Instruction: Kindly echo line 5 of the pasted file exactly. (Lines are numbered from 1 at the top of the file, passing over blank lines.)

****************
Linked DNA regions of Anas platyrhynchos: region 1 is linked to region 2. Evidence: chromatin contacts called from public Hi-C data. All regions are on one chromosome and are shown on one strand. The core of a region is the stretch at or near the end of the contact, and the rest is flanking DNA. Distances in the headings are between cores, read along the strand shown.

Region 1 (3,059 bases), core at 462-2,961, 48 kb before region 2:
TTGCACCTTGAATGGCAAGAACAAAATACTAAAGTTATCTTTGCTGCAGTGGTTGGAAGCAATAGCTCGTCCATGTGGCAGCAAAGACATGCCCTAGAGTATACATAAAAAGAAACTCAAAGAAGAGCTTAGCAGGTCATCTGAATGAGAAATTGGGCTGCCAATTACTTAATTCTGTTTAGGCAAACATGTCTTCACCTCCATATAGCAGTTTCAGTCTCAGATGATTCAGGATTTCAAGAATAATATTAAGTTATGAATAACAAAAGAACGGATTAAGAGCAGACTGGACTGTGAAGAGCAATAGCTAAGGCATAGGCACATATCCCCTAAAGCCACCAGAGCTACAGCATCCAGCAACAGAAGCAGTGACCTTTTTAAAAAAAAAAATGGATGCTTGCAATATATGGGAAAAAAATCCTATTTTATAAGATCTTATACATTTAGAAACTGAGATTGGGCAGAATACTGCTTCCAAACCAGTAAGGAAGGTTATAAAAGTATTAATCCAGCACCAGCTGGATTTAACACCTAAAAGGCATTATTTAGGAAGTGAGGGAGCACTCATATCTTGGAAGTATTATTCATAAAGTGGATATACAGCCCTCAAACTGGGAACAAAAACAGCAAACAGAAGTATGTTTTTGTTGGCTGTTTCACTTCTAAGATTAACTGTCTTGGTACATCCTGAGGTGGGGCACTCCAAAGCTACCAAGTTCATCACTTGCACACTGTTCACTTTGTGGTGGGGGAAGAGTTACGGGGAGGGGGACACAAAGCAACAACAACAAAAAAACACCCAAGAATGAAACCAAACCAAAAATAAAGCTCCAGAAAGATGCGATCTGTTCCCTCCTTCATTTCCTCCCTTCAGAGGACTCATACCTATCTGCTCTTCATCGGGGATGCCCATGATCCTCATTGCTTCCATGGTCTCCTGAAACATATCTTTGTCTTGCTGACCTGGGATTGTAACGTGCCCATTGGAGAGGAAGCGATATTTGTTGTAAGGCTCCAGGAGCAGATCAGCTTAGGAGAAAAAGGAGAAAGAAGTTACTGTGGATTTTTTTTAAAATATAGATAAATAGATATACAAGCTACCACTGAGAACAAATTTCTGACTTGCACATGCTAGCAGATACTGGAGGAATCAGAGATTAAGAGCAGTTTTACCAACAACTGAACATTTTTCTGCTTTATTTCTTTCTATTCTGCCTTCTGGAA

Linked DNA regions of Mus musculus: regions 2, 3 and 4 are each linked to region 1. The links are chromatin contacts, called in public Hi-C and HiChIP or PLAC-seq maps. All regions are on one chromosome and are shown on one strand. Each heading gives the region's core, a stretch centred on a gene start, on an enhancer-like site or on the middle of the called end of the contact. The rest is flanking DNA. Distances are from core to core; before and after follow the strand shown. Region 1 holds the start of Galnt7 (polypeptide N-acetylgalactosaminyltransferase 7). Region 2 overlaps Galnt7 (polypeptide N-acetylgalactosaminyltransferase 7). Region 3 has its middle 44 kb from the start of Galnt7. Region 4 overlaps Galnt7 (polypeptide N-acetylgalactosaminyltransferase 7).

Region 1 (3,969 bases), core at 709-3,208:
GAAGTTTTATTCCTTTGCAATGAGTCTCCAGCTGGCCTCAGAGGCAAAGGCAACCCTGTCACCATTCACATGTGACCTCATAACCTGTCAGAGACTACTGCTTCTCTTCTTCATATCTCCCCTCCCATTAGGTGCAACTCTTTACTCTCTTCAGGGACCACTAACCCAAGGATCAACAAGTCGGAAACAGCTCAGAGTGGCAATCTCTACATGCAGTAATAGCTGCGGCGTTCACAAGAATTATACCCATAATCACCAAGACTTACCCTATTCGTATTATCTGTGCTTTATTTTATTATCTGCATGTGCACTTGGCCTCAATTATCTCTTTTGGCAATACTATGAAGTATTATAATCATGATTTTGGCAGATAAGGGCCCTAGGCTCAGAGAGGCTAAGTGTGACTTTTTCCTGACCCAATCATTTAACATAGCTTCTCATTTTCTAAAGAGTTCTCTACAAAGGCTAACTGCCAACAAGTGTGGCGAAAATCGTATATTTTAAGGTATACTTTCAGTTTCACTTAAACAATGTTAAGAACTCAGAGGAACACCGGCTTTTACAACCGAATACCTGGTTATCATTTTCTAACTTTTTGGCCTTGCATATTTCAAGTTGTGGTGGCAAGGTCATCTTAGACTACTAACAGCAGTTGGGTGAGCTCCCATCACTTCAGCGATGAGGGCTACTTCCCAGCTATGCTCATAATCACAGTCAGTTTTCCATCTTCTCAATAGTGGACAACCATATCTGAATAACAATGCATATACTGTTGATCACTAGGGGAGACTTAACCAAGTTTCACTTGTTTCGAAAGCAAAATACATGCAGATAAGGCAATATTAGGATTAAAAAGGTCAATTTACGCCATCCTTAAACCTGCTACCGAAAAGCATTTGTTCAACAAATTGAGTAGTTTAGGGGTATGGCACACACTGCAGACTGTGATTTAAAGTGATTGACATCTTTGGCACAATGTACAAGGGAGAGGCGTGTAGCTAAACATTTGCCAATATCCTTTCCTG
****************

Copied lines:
Region 1 (3,969 bases), core at 709-3,208: